The PS2 joystick engages in simultaneous bidirectional serial communication, sending and receiving a byte of data at the same time. The clock signal, responsible for synchronization, is maintained high until a byte needs to be transmitted. Real-time reading of the PS2 signals is conducted by Matlab, as depicted in Figure 5. The clock signal is generated by Arduino and sent to the PS2 joystick to ensure synchronization, remaining high until data transmission is initiated. The attention signal, also generated by Arduino to the PS2 joystick, undergoes a low state during transmission. Power (3.3V) and ground connections are established from Arduino to the PS2 joystick.

An eight-bit data signal is transmitted from the PS2 joystick to Arduino through synchronous serial transmission aligned with the falling edge of the clock. Simultaneously, a command signal conveys instructions from Arduino to the PS2 joystick via an eight-bit serial transmission. Figure 6 illustrates the commencement of the transmitter process through a serial connection on the digital pins of Arduino, followed by the definition of Bluetooth and PS2 joystick pins. Once all definitions are established, the baud rate and pin mode are configured. Subsequently, Arduino enters the loop to check the status of the button pins and transmit the data through Bluetooth.

    The Reciever

The receiver comprises the Arduino UNO microcontroller board, serving as the central processing unit of the system, and the slave Bluetooth module (HC-05), which receives commands from the transmitter to execute specific motions.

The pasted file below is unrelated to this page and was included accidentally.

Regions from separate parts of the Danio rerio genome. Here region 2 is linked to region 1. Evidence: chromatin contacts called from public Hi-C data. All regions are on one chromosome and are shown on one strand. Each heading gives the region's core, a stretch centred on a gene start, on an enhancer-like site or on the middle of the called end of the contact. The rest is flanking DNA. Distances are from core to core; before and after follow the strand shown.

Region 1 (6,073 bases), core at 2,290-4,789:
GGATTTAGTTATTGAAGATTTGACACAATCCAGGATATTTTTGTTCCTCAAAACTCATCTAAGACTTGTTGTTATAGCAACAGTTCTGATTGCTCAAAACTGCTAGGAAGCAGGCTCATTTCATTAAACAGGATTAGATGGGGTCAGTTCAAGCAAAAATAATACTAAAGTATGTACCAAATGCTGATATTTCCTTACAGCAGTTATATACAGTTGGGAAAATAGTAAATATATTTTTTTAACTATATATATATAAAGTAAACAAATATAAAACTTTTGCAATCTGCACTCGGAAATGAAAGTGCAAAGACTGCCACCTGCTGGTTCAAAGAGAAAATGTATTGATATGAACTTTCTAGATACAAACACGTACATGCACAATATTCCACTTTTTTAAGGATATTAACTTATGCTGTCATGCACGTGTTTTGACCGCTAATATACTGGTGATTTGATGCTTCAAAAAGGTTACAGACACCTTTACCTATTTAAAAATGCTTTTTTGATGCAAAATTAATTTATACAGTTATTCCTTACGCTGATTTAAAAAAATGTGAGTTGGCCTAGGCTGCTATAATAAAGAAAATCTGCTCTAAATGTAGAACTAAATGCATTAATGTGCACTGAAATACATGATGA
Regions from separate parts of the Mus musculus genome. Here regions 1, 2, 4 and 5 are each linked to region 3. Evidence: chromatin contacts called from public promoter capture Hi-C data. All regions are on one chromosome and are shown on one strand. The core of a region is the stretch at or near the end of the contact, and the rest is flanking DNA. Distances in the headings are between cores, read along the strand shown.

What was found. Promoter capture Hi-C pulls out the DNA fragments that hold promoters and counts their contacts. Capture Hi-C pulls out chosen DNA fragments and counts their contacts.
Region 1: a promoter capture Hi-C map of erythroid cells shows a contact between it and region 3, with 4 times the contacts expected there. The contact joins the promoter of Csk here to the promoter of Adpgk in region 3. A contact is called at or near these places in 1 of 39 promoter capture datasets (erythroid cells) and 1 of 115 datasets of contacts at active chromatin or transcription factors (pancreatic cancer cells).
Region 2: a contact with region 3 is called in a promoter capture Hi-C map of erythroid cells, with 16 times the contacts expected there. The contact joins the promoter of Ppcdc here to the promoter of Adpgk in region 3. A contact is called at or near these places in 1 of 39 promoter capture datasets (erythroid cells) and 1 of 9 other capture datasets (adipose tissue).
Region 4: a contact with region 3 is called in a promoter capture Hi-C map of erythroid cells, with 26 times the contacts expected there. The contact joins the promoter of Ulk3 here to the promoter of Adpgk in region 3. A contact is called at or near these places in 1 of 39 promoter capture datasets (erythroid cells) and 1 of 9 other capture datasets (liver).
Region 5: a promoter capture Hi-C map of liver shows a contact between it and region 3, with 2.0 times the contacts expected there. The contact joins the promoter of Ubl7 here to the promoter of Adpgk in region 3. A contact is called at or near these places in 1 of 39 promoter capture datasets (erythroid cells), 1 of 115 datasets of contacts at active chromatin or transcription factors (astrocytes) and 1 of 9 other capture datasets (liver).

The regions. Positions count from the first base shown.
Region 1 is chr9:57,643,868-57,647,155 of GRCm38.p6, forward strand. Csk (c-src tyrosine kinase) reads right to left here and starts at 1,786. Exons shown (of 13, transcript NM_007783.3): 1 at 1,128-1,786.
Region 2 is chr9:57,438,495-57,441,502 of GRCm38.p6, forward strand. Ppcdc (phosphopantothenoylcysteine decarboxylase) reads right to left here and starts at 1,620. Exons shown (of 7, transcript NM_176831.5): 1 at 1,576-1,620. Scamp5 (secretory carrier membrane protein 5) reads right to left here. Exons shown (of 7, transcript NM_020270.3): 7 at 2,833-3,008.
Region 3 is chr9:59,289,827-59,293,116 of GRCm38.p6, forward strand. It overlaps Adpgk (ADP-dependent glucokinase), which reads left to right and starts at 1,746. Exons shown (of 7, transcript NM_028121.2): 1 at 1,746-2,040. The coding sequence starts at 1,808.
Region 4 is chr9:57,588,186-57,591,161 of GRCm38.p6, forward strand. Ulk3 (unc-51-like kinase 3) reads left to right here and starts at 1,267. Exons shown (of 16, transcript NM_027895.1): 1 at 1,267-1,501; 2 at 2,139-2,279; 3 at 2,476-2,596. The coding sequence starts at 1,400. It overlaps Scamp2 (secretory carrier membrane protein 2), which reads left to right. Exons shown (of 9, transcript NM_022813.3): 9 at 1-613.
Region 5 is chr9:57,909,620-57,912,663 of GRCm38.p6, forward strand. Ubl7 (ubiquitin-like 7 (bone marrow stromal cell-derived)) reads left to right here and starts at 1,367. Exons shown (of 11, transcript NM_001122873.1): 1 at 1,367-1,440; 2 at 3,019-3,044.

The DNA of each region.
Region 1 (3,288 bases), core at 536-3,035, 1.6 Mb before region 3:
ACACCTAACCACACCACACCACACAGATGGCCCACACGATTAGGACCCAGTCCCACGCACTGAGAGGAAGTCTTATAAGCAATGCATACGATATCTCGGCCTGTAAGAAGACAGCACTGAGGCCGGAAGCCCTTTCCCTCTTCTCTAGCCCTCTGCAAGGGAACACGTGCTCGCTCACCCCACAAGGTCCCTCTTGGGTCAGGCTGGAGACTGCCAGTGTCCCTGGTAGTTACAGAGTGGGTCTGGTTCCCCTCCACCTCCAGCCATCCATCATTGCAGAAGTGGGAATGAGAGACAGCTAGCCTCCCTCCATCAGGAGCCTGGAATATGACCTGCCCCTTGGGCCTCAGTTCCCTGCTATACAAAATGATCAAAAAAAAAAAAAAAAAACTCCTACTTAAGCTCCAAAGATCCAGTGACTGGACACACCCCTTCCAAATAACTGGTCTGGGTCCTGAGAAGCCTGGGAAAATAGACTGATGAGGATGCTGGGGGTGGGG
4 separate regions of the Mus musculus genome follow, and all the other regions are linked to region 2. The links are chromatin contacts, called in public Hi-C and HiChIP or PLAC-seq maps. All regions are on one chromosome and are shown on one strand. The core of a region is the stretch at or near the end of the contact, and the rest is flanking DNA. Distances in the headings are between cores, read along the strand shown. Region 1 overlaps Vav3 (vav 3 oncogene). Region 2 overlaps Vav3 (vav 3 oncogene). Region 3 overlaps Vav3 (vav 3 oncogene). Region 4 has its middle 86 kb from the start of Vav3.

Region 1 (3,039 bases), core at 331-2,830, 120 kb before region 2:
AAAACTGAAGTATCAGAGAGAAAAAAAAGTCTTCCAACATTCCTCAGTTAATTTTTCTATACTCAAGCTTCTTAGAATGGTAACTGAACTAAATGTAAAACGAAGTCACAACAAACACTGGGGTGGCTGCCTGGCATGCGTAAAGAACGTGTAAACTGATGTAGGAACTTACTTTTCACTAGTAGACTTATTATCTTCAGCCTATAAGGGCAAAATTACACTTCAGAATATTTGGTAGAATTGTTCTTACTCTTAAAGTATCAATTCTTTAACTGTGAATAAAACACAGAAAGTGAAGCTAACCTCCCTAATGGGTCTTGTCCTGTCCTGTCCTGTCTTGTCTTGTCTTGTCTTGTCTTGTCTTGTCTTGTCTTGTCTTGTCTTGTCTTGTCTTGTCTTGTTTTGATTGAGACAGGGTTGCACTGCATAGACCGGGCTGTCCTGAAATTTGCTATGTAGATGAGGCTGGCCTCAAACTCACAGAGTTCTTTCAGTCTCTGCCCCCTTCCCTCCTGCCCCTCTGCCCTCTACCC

As depicted in Figure 7, the reception process initiates with a serial connection on the digital pins of the Arduino, followed by the definition of Bluetooth and output pins. Once all definitions are complete, the baud rate and pin mode are configured. Subsequently, the Arduino enters the loop to continuously monitor the serial data received from the Bluetooth. It interprets this data and sends commands to the robot’s motors, instructing them to either turn on or off. Table 2 provides a summary of essential Arduino instructions and their corresponding actions employed in both the transmitter and receiver programs.

Mobile Robotic Arm

The Bluetooth module receives commands from the transmitter, directing the motion control of the wrist (up, down, or stop) and the hand (open, close, or stop) motors through the motor driver (L298), as depicted in Figure 8.

The robotic arm utilized in this study was assembled from an OWI Robotic Arm Edge kit Model OWI-535 [8]. The arm’s dimensions are 6.3 x 15 x 9 inches, and it weighs 2.5 pounds. Originally powered by four D batteries, it was controlled with a five-switch hardwired controller featuring five control points. The robotic arm has a vertical scope of 15 inches, horizontal scope of 12.6 inches, and a lifting capacity of 100g [9].

Control of Mobile Robot

In the mobile robot illustrated in Figure 9, the Bluetooth module receives commands from the transmitter, directing the generation of motion by controlling four movements (forward, backward, left, and right), or bringing all motors to a halt via the motor driver (L298).

The chosen platform for this application is the Rover 5, featuring four DC motors, each equipped with a gearbox. The motors are equipped with encoders that generate pulse signals, allowing for the measurement of motor speed and direction [10].

Bluetooth (HC-05)

The Bluetooth module HC-05 is user-friendly and designed for establishing a transparent wireless serial connection. This Bluetooth serial module is employed to convert the serial port into a Bluetooth-enabled interface, offering two operational modes: master and slave devices [11].

Bluetooth, recognized for its short-range, low-power, and cost-effective wireless communication, utilizes radio technology. The Bluetooth transceiver functions as a frequency-hopping spread-spectrum (FHSS) device within the 2.4 GHz ISM frequency band, adopting a star topology [12]. Its high immunity and faster transmission rate compared to other ISM band radio devices are attributed to the capability to change the transmission frequency 1600 times per second [13].